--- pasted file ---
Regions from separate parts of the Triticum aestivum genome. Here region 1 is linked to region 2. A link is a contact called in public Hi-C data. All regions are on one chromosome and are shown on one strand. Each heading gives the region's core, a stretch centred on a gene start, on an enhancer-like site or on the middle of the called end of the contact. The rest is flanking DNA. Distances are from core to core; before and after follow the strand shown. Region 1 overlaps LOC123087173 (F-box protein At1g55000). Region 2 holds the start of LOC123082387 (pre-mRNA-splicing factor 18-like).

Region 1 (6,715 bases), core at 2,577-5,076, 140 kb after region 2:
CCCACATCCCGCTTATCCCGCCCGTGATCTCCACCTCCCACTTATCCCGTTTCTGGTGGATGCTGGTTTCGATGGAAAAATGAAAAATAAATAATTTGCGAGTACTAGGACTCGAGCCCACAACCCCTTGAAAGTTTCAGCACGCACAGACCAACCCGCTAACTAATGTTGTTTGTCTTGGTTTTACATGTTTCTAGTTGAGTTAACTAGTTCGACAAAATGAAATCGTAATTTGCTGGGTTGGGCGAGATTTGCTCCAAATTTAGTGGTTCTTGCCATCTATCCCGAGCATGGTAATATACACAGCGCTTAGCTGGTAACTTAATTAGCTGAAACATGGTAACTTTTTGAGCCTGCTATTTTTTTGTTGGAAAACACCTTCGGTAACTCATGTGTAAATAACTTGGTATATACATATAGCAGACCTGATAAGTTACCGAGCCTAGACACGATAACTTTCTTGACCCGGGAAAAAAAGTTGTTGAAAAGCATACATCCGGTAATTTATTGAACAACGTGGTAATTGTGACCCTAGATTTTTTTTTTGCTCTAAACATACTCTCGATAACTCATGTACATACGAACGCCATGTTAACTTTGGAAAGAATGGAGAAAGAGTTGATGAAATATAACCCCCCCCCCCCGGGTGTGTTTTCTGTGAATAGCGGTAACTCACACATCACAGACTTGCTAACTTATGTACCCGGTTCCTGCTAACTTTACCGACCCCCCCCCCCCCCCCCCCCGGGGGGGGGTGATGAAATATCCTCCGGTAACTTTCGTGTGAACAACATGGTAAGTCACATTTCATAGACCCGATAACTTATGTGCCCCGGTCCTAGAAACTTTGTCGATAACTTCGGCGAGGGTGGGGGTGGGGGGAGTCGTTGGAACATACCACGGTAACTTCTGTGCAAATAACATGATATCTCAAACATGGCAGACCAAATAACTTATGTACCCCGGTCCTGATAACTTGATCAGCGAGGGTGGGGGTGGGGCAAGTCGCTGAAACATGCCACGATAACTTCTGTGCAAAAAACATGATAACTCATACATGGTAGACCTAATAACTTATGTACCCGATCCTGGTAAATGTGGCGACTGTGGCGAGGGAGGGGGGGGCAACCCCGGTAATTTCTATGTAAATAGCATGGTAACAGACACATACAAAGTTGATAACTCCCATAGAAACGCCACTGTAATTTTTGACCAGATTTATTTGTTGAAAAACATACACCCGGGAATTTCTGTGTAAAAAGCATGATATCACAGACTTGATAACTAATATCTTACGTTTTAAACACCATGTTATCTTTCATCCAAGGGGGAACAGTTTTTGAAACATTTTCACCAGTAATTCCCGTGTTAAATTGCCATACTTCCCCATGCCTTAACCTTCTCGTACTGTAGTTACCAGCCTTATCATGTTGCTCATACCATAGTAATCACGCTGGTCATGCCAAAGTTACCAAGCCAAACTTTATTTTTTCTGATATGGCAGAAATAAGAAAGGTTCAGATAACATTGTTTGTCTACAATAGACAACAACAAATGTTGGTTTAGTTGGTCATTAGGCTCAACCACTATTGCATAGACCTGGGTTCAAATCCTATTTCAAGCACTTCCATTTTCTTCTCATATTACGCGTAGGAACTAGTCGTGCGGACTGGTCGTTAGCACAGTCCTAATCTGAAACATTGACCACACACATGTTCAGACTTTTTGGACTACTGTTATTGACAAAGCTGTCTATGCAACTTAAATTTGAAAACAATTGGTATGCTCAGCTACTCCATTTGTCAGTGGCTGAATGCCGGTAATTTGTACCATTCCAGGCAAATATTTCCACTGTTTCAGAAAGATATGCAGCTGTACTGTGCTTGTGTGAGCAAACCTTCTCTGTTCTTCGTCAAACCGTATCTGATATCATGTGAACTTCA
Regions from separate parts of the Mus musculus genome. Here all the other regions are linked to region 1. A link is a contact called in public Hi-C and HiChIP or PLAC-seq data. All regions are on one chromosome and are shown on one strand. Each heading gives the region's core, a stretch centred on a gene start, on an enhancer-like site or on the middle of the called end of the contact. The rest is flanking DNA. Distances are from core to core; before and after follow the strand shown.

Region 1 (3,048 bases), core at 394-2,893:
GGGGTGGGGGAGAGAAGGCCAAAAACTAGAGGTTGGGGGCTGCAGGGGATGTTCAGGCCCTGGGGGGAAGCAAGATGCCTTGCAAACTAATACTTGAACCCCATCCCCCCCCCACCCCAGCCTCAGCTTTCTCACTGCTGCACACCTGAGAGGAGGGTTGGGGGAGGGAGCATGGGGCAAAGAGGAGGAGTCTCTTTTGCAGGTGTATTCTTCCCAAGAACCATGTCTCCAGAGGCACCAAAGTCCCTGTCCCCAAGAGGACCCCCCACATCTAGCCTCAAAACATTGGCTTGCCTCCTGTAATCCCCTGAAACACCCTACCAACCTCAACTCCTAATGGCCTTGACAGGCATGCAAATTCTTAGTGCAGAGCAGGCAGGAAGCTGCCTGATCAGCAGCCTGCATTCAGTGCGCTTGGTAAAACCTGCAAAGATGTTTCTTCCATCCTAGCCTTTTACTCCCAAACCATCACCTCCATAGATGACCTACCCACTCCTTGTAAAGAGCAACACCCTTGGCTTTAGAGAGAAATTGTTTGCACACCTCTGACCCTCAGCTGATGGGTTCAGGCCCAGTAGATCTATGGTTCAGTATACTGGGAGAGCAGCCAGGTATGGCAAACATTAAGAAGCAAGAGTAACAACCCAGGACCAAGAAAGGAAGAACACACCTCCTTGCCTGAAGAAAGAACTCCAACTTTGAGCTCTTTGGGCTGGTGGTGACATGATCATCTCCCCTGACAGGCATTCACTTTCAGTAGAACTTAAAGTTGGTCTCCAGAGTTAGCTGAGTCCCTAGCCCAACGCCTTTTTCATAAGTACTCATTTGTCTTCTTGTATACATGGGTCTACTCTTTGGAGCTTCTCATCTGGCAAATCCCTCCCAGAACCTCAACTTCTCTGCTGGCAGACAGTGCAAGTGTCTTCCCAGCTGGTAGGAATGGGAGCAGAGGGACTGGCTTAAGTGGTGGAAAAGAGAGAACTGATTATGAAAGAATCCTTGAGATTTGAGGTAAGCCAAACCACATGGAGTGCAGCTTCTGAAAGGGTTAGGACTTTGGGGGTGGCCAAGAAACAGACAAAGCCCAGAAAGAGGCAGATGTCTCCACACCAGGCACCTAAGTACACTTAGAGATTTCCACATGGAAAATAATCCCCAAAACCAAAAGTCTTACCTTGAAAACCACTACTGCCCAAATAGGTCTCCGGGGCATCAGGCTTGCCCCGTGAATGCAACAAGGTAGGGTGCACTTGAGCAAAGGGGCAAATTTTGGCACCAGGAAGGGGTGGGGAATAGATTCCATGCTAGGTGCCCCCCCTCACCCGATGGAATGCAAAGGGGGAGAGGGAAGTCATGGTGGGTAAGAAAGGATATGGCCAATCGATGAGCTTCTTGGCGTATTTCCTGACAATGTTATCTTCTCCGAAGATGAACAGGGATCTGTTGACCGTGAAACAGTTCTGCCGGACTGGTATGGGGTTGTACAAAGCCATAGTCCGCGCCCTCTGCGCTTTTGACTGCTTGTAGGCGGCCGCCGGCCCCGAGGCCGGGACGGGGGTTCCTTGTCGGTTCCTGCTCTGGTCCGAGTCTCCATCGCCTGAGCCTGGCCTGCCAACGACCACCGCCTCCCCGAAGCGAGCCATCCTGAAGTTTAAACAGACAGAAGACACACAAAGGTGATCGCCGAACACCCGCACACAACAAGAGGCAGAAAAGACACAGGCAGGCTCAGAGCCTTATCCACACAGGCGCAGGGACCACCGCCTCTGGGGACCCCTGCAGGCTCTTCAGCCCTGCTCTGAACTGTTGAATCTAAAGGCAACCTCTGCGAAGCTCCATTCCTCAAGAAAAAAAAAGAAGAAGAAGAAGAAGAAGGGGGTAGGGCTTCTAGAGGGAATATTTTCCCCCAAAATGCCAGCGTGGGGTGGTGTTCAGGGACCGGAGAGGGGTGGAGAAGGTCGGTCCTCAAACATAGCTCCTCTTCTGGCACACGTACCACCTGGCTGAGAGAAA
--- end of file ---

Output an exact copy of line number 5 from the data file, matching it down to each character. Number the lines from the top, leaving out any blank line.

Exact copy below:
Region 1 (3,048 bases), core at 394-2,893: